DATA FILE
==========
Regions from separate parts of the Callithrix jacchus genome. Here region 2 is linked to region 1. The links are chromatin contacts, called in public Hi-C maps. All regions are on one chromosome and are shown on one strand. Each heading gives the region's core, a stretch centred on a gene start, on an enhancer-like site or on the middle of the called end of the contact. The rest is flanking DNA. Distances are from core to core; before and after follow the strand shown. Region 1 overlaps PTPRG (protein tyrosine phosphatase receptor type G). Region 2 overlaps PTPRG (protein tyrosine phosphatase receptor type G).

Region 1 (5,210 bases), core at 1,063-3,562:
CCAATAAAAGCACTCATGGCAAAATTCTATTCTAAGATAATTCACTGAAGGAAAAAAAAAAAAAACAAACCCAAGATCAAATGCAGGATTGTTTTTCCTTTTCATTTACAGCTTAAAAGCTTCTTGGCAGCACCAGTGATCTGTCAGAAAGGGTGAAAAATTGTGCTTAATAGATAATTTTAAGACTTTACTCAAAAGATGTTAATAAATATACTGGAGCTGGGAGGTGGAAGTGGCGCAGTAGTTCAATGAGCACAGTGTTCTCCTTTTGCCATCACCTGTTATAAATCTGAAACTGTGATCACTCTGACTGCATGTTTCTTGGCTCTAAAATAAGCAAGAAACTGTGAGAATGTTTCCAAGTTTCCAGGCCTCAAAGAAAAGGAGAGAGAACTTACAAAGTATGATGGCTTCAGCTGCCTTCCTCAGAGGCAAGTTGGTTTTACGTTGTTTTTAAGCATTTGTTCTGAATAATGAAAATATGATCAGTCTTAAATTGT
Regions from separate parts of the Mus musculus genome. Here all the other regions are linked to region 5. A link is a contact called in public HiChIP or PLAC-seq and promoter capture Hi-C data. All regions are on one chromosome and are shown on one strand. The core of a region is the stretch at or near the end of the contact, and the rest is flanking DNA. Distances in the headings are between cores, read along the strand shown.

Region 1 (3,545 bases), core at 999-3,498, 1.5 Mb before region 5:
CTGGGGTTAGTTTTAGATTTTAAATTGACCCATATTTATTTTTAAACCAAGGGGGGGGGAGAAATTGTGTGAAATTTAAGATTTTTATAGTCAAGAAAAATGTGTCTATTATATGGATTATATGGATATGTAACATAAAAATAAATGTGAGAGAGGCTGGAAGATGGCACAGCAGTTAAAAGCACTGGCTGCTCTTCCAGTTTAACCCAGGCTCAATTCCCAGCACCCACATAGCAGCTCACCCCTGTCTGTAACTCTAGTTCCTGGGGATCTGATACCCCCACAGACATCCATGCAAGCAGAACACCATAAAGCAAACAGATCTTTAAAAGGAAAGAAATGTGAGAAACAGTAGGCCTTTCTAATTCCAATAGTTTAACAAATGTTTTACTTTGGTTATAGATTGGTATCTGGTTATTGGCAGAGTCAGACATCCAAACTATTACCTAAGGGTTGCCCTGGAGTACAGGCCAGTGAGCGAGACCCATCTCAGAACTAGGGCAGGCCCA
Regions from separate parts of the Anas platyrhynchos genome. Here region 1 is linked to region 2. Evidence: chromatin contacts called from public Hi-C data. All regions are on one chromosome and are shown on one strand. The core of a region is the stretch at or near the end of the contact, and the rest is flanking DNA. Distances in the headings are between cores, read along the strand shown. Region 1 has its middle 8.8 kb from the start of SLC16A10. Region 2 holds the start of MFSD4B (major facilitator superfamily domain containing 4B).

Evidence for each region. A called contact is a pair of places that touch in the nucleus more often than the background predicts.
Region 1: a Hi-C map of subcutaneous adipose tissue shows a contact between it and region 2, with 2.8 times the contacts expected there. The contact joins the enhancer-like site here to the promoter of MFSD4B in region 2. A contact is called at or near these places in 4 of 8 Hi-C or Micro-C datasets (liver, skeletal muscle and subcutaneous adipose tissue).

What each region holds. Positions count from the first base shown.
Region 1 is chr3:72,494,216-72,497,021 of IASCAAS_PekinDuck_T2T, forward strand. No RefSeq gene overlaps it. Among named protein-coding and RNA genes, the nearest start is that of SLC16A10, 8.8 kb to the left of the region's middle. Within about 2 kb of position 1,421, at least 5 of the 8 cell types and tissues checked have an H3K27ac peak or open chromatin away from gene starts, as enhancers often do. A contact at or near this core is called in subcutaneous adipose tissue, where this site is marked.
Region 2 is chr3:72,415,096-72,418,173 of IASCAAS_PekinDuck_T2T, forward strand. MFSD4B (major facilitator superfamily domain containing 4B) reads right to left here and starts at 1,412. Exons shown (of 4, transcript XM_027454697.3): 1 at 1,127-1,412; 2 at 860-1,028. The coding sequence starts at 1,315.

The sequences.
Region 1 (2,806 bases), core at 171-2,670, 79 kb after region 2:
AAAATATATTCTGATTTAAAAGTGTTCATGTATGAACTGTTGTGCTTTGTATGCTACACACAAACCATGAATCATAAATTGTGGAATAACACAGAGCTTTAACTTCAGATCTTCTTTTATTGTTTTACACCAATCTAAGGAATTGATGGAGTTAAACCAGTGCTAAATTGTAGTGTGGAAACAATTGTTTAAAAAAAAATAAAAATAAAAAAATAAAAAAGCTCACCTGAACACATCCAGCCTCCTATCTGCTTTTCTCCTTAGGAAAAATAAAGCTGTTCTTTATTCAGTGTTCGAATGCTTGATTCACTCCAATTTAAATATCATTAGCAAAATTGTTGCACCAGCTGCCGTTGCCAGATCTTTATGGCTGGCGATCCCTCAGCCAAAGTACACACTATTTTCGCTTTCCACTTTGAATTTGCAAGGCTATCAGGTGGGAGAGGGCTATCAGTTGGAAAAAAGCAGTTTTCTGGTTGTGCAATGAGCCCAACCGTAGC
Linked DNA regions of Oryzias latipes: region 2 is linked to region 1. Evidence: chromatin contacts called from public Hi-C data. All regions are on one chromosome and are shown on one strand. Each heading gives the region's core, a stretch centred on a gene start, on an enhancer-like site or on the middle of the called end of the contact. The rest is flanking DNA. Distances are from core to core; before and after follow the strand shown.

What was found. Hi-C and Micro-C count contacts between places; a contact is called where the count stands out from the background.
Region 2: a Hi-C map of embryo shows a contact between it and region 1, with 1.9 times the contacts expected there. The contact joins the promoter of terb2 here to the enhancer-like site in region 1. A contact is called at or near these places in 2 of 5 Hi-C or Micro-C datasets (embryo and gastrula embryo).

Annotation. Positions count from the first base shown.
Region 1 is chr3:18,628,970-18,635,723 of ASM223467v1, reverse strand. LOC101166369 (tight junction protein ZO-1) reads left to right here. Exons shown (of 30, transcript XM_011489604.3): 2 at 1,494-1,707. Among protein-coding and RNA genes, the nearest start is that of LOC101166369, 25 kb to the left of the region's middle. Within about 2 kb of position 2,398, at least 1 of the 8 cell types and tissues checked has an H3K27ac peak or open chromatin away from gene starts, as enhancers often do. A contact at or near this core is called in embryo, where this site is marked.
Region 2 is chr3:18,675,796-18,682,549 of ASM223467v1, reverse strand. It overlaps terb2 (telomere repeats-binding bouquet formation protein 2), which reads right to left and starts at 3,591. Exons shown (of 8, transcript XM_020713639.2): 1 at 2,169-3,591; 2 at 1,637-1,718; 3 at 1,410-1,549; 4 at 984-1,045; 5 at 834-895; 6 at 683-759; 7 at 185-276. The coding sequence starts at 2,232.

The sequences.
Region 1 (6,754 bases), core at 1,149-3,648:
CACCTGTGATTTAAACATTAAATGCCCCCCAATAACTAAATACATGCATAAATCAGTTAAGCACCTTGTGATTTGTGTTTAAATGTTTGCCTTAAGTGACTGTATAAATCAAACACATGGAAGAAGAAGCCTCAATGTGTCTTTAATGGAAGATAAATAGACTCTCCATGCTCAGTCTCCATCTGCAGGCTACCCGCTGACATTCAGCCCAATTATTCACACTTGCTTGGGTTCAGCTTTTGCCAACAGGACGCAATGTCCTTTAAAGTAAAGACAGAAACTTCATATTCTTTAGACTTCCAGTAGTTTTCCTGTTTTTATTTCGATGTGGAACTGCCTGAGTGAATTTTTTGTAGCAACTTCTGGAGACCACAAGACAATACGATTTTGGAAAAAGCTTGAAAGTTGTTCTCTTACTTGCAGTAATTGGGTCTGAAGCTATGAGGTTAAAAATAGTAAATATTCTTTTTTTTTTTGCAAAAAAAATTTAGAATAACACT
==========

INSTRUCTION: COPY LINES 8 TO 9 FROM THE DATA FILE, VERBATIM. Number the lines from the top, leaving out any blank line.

Evidence for each region. A called contact is a pair of places that touch in the nucleus more often than the background predicts.
Region 1: a Hi-C map of subcutaneous adipose tissue shows a contact between it and region 2, with 2.8 times the contacts expected there. The contact joins the enhancer-like site here to the promoter of MFSD4B in region 2. A contact is called at or near these places in 4 of 8 Hi-C or Micro-C datasets (liver, skeletal muscle and subcutaneous adipose tissue).